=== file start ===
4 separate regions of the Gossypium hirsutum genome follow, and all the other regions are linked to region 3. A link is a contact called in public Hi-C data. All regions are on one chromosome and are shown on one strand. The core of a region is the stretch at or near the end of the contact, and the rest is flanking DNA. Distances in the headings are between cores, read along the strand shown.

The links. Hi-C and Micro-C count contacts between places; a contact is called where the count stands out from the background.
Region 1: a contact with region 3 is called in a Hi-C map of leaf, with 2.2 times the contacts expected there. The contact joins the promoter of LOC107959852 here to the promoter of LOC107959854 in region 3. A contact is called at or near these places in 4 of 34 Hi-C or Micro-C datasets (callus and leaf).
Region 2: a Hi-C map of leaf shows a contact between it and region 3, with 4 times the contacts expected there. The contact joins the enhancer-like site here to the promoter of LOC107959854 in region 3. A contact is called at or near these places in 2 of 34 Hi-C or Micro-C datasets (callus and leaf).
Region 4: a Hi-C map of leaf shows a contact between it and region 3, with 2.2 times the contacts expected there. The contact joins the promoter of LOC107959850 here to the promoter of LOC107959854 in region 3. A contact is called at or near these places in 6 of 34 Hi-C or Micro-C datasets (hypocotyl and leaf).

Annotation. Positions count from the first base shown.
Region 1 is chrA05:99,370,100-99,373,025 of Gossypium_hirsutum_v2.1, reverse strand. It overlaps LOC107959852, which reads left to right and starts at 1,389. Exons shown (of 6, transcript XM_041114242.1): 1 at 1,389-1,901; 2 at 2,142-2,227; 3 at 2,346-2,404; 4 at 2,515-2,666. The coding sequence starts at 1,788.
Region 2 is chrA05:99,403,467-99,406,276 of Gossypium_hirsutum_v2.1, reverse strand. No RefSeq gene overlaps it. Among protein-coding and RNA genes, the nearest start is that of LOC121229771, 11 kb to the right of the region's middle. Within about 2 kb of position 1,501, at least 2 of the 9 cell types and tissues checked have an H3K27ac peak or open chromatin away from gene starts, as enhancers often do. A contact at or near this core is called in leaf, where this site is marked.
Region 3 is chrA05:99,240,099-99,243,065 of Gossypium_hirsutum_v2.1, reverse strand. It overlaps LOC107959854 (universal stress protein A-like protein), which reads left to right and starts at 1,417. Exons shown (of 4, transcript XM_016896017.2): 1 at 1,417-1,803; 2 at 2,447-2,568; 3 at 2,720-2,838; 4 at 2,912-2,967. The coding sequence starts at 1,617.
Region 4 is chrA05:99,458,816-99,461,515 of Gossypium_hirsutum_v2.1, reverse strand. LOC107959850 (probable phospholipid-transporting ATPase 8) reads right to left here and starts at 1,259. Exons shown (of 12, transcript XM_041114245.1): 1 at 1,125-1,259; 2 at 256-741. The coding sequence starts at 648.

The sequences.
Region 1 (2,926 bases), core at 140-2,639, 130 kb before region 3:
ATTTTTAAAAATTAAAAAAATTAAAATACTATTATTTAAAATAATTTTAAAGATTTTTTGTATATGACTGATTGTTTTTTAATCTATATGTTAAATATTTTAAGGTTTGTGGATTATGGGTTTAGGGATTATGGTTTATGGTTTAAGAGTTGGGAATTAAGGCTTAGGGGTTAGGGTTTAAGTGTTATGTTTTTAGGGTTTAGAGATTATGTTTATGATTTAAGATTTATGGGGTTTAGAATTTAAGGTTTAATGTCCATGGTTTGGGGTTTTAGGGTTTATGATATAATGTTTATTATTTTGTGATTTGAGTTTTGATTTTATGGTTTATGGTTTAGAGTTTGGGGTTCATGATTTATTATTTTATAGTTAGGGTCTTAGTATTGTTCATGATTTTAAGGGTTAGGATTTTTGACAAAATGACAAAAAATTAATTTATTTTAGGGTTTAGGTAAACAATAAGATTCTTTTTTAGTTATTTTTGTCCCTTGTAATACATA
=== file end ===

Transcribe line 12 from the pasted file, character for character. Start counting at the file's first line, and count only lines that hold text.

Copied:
Region 1 (2,926 bases), core at 140-2,639, 130 kb before region 3: